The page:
The religious landscape continues to shift in the U.S.

While Christianity continues to decline at a rapid pace, the religious unaffiliated population – a group also known as religious “nones” continues to rise, according to study released by the Pew Research Center.

Church attendance has also fallen steeply.

In a telephone survey conducted in 2018 and 2019, 65 percent of American adults labeled themselves as Christians when asked about their religious affiliation. This was down 12 percentage points over the past decade. On the flip side, the religiously unaffiliated group, those who describe themselves as atheist, agnostic or “nothing in particular” is now at 26 percent, up from 17 percent in 2009 according to Pew.

Pew also found that the shift in religious nones is broad, reaching across demographic groups: white people, black people and Hispanics; men and women; in all regions of the country; and among college graduates and those with lower levels of educational attainment.

Another interesting find is that the religiously unaffiliated are rising among Democrats and younger adults. There is a large generation gap in U.S. religion. According to Pew:

“The data shows a wide gap between older Americans (Baby Boomers and members of the Silent Generation) and Millennials in their levels of religious affiliation and attendance. More than eight-in-ten members of the Silent Generation (those born between 1928 and 1945) describe themselves as Christians (84%), as do three-quarters of Baby Boomers (76%).”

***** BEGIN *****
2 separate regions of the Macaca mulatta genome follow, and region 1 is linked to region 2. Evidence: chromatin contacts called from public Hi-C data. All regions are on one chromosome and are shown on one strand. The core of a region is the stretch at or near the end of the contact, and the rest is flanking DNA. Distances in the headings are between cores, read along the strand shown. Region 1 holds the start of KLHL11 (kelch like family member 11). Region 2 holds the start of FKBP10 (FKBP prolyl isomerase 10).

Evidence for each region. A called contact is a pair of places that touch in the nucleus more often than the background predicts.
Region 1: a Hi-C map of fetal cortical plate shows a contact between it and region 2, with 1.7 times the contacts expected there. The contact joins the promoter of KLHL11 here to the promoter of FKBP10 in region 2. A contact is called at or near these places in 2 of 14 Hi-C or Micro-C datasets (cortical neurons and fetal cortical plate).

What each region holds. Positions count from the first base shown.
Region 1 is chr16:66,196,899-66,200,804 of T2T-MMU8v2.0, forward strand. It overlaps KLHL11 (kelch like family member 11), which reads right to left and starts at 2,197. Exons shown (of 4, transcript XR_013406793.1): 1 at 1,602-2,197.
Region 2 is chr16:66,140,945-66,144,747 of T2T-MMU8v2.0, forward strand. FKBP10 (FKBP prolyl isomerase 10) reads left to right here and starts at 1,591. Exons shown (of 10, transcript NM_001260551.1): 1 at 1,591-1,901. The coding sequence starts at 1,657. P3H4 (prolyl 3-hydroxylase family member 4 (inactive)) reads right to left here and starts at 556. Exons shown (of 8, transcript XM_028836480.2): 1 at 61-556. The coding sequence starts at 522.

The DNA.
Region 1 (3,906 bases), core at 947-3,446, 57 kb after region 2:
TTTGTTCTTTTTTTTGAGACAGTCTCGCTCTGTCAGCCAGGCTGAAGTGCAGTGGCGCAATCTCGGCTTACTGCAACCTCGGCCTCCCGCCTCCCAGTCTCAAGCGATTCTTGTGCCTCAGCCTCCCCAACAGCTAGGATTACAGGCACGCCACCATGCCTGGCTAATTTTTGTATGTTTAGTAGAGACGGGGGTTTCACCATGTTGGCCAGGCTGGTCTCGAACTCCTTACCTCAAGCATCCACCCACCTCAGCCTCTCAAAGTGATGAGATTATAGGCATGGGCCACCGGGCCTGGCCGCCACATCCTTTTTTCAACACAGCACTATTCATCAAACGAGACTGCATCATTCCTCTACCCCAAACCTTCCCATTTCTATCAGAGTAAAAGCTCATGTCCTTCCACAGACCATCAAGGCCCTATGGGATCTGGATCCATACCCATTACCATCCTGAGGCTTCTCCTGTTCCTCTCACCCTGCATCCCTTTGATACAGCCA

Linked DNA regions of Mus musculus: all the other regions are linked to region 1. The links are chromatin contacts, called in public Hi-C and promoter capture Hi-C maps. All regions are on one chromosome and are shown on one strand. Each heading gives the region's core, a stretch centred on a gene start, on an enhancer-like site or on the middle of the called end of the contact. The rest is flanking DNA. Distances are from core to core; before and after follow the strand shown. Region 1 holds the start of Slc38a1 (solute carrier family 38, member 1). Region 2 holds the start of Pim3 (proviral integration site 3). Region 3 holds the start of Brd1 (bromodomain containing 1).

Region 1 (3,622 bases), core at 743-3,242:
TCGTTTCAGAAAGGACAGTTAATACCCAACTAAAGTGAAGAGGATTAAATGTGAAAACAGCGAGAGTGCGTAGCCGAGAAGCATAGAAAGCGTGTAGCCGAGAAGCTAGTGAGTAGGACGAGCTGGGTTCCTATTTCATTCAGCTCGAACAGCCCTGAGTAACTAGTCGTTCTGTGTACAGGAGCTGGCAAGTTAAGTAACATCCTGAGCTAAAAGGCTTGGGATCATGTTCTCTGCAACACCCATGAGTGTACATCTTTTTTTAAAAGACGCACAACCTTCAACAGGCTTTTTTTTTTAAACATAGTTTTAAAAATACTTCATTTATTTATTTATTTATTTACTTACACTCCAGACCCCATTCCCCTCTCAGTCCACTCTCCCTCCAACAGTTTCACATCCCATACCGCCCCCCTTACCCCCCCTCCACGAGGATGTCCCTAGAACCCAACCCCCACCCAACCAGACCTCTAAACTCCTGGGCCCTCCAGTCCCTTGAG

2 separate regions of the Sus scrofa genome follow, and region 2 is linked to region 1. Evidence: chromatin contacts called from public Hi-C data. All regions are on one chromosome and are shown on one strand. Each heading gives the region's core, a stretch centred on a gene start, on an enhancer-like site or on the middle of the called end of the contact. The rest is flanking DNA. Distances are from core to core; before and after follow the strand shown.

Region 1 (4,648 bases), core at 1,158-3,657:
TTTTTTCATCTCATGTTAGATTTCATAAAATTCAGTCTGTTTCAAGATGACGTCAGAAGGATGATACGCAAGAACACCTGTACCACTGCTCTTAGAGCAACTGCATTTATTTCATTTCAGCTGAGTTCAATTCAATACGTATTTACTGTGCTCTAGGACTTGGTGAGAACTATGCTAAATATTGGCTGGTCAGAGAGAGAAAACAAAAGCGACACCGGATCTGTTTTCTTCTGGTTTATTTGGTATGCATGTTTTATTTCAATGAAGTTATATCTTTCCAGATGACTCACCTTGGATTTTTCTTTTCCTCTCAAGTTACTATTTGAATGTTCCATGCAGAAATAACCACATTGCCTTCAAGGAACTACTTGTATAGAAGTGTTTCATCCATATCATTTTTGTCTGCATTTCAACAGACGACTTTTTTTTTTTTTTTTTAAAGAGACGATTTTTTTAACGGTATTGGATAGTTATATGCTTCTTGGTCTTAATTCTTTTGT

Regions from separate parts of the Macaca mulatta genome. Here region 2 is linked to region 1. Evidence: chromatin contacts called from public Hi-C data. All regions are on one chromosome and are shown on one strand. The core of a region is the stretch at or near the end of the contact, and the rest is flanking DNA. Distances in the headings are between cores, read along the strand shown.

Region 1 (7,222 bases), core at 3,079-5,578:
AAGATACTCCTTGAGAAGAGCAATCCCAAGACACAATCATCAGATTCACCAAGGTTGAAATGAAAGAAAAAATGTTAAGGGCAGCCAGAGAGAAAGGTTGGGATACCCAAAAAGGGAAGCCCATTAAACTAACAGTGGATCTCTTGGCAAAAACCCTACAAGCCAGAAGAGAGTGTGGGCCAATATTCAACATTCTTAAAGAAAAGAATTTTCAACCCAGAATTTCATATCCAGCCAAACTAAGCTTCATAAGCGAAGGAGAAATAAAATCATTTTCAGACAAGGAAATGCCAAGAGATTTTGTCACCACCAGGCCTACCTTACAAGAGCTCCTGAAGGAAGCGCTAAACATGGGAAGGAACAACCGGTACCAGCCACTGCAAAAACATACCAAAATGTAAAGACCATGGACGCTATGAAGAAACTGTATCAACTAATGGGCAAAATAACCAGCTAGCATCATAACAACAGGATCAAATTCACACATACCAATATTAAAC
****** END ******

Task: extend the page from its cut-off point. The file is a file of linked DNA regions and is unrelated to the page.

“In stark contrast, only half of Millennials (49%) describe themselves as Christians; four-in-ten are religious “nones,” and one-in-ten Millennials identify with non-Christian faiths.”

There is also a sharp decline in church attendance. Only about one-in-three Millennials say they attend religious services at least once or twice a month according to Pew. About two-thirds of Millennials attend worship services a few times a year or less often, including about four-in-ten who say they hardly or never go.

Pew points out that the trends are clear – the U.S. is steadily becoming less Christian and less religious observant as the share of adults who are not religious grows. The share of Christians who say they attend religious services at least once or twice a month is exactly the same as the share who said the same in 2009.

What this concludes is that the nation’s rate of overall rate of religious attendance is declining not because Christians are attending church less often, but because there are now fewer Christians as a share of the population.

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